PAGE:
Are you aware of how many Americans use prescription drugs each day? Nearly 50% of US citizens have used some form of prescription medication within the last thirty days. This number only seems to be rising.
Medication error statistics could help you avoid falling victim to adverse drug events (ADEs). This article will explore some of the most pressing medical errors in healthcare.
1. Medication Errors Affect Millions
Common medication errors don’t just affect a small portion of the population—ADEs affect millions of people each year. In the US, the FDA receives about a hundred thousand reports of medication errors each year.
More people are taking prescription drugs than ever before. It’s not farfetched to guess that medication errors may become more prevalent. To counteract this, healthcare providers will need to enact stricter rules and regulations.
Additionally, pharmaceutical companies may need to change the way they do business. However, the pharmaceutical industry’s wealth may provide enough incentive to keep things as they are.
Still, physicians and companies must shoulder much of the blame together. Most patients don’t have experience or knowledge in anatomy, physiology, or organic chemistry.
The average person can’t comprehend the risks and benefits of any particular drug. Expecting otherwise is foolish. The healthcare industry consists of humans, so mistakes do occur.
2. Physicians and Pharmaceutical Companies Share the Blame
Pharmaceutical companies often receive the bulk of the criticism about overmedication, but physicians are equally to blame. Unfortunately, doctors and healthcare providers aren’t immune from making mistakes.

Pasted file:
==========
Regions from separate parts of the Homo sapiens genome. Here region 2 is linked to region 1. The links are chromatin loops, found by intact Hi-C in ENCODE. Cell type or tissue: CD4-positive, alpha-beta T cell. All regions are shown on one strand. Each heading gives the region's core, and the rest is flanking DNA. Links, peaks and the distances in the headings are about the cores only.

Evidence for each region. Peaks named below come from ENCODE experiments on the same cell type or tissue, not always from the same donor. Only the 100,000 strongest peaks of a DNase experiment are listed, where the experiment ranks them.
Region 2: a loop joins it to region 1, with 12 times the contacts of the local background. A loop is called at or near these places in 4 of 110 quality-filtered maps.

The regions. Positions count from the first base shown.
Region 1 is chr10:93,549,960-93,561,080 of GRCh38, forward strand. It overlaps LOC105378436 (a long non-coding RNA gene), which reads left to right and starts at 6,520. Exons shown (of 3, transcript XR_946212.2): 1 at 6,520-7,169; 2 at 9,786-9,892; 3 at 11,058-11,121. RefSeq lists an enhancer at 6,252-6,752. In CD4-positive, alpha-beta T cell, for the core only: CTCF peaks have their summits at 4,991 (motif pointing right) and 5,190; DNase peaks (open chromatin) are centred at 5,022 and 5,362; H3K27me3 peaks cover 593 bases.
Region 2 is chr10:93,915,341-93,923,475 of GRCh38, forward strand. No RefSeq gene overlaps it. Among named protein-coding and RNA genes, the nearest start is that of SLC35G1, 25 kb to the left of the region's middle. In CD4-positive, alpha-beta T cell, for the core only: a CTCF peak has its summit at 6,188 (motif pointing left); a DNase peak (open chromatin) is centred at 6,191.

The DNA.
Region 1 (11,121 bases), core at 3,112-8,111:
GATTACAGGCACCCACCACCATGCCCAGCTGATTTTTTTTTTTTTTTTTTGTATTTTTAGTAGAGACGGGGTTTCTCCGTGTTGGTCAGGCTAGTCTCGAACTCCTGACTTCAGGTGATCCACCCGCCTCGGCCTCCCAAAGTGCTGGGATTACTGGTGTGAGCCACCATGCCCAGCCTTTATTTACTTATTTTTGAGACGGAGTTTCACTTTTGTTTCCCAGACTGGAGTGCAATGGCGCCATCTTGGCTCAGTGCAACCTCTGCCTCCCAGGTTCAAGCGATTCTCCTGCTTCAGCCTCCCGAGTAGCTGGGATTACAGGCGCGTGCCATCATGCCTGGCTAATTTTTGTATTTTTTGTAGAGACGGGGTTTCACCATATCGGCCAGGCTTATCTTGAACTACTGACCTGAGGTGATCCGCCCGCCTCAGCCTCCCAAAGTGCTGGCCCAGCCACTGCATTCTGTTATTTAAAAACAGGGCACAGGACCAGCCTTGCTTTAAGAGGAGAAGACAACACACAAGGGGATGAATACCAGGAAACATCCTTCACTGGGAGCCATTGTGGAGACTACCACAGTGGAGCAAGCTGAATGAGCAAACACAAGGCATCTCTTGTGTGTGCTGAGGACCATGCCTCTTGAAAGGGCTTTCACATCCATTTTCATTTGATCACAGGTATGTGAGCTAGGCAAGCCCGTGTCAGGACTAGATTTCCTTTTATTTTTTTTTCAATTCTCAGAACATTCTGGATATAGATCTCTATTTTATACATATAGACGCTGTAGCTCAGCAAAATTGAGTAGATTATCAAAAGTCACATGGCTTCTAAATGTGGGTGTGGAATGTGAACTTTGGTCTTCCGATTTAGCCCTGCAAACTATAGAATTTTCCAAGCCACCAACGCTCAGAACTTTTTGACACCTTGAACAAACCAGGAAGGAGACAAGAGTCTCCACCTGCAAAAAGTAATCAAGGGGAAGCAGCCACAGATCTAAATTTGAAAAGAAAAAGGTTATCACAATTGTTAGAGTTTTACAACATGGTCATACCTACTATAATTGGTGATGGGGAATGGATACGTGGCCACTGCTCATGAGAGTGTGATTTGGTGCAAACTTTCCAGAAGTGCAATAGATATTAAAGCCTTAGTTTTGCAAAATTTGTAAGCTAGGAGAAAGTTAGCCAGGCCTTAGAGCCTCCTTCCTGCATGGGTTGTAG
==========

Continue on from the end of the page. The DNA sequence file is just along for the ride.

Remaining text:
Medication errors in hospitals are far more common than you may think. Approximately 30% of patients released from hospital care have prescription problems.
Common issues range from dosage amounts to allergies to specific medications. If patients aren’t careful, they can experience adverse reactions due to a physician’s errors. A self-made medical profile or ID bracelet could help.
Doctors aren’t the only ones who make mistakes. Pharmaceutical companies can make grave errors during the manufacturing process. When this happens, patients may be poisoned by their medications.
Some of the most infamous cases of manufacturer negligence revolve around caffeinated beverages. In 2012, the FDA investigated Monster Energy drinks due to reported health problems.
Investigations into malformed medications aren’t as public, but they do happen. The FDA often steps in when poisonings occur, helping to set things right.
3. Not All Supplements Are FDA-Approved
There are increasing concerns about the overprescription of prescription medications. Many have turned to homeopathic treatments like health supplements and tonics.
The rise of homeopathic treatment might be somewhat beneficial, but it’s not without disadvantages. One of the most notable of these drawbacks is the lack of FDA-approval. Many so-called health supplements aren’t reviewed or approved.